Lawn Disease

Brown Spot

Take all root rot is a disease that mostly effects ST Augustine in the Fort Worth area but can also be found in Bermuda and Zoysia. TARR is usually first detected in the early spring as the turf is coming out of dormancy of in the fall when temperatures are cooling off. The first sign will be yellowing and dead patches. The roots and runners will have a black or potted appearance. The cause for tarr is usually a lawn that was under stress from

The previous year from drought, poor mowing habits, shade, poor drainage, and high PH. The PH level in the Fort Worth area ranges from 7.7-8.4. Neutral is 7. Tarr is inactive with a soil PH of 6.8 or lower.


  • Top dress with peat moss twice a year spring and fall.
  • Improve drainage
  • Improve sunlight
  • Use ammonium sulfate as nitrogen source because it acidifies the soil
  • Apply elemental sulfur 1-2 times a year
  • Core aerate
  • Dethatch
  • Mow at 2.5-3.5 inches at least once a week. More often is better.
  • Apply fungicide in the spring and fall, when conditions are favorable for TARR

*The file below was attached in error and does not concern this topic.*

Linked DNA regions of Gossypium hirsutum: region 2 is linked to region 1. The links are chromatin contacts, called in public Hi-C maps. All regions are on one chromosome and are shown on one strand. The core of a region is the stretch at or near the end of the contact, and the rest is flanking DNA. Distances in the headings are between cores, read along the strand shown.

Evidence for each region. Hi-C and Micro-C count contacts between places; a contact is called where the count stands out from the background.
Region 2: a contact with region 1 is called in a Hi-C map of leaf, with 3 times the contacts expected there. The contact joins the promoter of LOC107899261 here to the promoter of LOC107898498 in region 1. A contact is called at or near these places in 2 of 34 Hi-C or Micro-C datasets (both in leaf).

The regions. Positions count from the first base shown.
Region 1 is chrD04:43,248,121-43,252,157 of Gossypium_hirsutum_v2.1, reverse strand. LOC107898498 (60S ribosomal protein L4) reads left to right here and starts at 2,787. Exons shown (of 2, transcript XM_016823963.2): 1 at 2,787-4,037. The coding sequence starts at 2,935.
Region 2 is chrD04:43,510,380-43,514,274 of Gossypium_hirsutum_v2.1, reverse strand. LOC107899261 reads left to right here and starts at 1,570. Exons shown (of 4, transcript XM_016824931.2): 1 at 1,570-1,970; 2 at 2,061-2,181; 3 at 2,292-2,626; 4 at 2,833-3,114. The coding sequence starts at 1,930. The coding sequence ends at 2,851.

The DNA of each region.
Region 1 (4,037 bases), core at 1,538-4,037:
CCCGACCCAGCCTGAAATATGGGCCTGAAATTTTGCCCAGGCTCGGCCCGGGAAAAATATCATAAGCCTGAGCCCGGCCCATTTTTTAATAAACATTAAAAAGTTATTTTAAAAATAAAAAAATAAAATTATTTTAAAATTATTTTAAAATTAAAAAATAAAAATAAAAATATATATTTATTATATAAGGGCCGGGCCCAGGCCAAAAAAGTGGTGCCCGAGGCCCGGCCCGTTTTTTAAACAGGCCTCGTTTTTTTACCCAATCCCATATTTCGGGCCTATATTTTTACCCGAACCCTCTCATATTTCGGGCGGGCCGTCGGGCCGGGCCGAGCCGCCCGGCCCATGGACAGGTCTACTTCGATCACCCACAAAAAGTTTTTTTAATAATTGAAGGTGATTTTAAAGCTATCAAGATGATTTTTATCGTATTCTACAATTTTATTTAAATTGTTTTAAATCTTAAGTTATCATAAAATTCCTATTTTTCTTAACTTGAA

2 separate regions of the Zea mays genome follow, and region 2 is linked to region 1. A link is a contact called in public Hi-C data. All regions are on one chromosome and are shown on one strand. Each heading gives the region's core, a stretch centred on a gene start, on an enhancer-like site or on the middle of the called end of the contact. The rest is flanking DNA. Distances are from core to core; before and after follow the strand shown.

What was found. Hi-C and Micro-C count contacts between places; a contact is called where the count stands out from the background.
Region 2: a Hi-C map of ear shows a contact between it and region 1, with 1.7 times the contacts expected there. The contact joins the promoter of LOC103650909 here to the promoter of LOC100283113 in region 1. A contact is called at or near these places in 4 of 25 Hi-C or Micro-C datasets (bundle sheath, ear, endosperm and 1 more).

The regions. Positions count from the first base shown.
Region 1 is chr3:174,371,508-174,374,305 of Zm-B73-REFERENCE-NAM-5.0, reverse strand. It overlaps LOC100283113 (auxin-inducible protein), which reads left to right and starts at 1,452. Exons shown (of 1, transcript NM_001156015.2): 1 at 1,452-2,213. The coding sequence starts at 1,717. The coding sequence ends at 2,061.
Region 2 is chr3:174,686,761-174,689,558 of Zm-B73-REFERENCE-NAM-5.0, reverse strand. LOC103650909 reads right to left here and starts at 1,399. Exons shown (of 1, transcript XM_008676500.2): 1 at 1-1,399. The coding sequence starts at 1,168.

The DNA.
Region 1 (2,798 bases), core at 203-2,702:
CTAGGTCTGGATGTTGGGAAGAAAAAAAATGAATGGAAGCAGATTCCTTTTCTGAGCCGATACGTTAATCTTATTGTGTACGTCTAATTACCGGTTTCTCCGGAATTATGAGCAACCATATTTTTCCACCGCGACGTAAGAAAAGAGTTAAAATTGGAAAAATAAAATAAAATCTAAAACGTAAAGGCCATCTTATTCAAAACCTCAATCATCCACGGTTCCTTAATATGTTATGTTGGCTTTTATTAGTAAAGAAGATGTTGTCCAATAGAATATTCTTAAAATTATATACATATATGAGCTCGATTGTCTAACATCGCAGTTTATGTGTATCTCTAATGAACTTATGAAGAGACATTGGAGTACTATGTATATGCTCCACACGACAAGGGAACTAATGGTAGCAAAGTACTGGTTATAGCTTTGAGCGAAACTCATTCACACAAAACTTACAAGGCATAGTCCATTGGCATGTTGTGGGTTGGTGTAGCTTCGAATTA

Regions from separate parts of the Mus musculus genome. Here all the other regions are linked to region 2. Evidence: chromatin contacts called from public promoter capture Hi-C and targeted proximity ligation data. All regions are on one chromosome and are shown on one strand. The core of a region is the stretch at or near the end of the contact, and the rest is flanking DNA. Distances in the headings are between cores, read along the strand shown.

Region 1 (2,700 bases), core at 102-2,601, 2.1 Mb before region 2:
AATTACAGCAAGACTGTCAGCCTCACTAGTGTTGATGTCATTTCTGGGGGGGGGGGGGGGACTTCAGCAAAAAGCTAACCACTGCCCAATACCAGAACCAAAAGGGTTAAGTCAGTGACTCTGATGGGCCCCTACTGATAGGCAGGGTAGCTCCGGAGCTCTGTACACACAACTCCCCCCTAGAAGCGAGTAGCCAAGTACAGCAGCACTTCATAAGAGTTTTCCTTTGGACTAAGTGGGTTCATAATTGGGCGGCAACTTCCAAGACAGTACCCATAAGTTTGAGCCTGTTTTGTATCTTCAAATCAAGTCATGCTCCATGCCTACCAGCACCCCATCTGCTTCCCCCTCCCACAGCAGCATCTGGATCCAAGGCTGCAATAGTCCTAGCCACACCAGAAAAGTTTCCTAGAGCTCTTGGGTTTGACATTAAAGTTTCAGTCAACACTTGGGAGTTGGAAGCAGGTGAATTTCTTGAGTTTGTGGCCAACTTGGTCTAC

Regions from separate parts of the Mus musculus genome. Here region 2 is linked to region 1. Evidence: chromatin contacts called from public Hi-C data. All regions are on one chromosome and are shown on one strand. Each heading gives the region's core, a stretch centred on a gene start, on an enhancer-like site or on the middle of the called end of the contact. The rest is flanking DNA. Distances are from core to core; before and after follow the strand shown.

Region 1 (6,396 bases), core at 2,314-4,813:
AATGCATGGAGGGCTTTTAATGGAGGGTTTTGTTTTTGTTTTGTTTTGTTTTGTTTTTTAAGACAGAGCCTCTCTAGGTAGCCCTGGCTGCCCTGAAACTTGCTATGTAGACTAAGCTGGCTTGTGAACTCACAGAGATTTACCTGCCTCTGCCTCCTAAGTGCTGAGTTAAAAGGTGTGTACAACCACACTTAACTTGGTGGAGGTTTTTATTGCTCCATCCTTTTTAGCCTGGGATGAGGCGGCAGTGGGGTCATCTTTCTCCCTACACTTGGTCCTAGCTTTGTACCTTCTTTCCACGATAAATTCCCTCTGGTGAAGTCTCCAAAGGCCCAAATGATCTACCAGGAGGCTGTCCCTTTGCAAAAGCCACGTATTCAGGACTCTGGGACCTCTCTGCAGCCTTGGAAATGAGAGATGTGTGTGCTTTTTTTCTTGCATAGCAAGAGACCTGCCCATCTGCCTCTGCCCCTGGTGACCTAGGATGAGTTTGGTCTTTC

• Take a soil test to determine soil PH


Grey Leaf Spot

Grey Leaf Spot is a fungal disease that occurs in St. Augustine throughout the entire growing season in North Texas. It’s most common in shaded areas, however it can also be found in full sun. Areas that are under drought stress, then receive frequent moisture from rain or irrigation, are most susceptible to Grey Leaf Spot. 


  • Don’t apply heavy Nitrogen. Applications of potassium and micronutrients are OK
  • Decrease water frequency
  • Apply fungicide until the disease clears up
  • De-thatch lawn
  • Core aerate
  • Bag clippings
  • Sharpen mower blades

Recommended Fungicides:

  • Azoxystrobin
  • Propiconazole

Brown Patch

There are two kinds of St. Augustine lawns in the DFW area. Ones with fall Brown Patch and ones that are going to get it. We can expect this disease to start emerging about mid-October as fall temperatures approach and we get rainy, overcast weather. Blades will start turning yellow or grey and become rotted at the node and will separate easily when pulled. Most of the damage will be located on the top growth and not the root system. This disease will go dormant when conditions are no longer favorable. This is usually after the first freeze in DFW. 


  • Turn down your watering
  • Don’t water at night
  • Keep mower blades sharp
  • Mow shorter to improve airflow
  • Bag clippings
  • Don’t apply heavy nitrogen
  • Apply fungicide every 2-4 weeks until conditions for brown patch are no longer favorable

Brown patch prevention applications work well if timed properly. September 1 and October 1 would be recommended target dates in DFW. 

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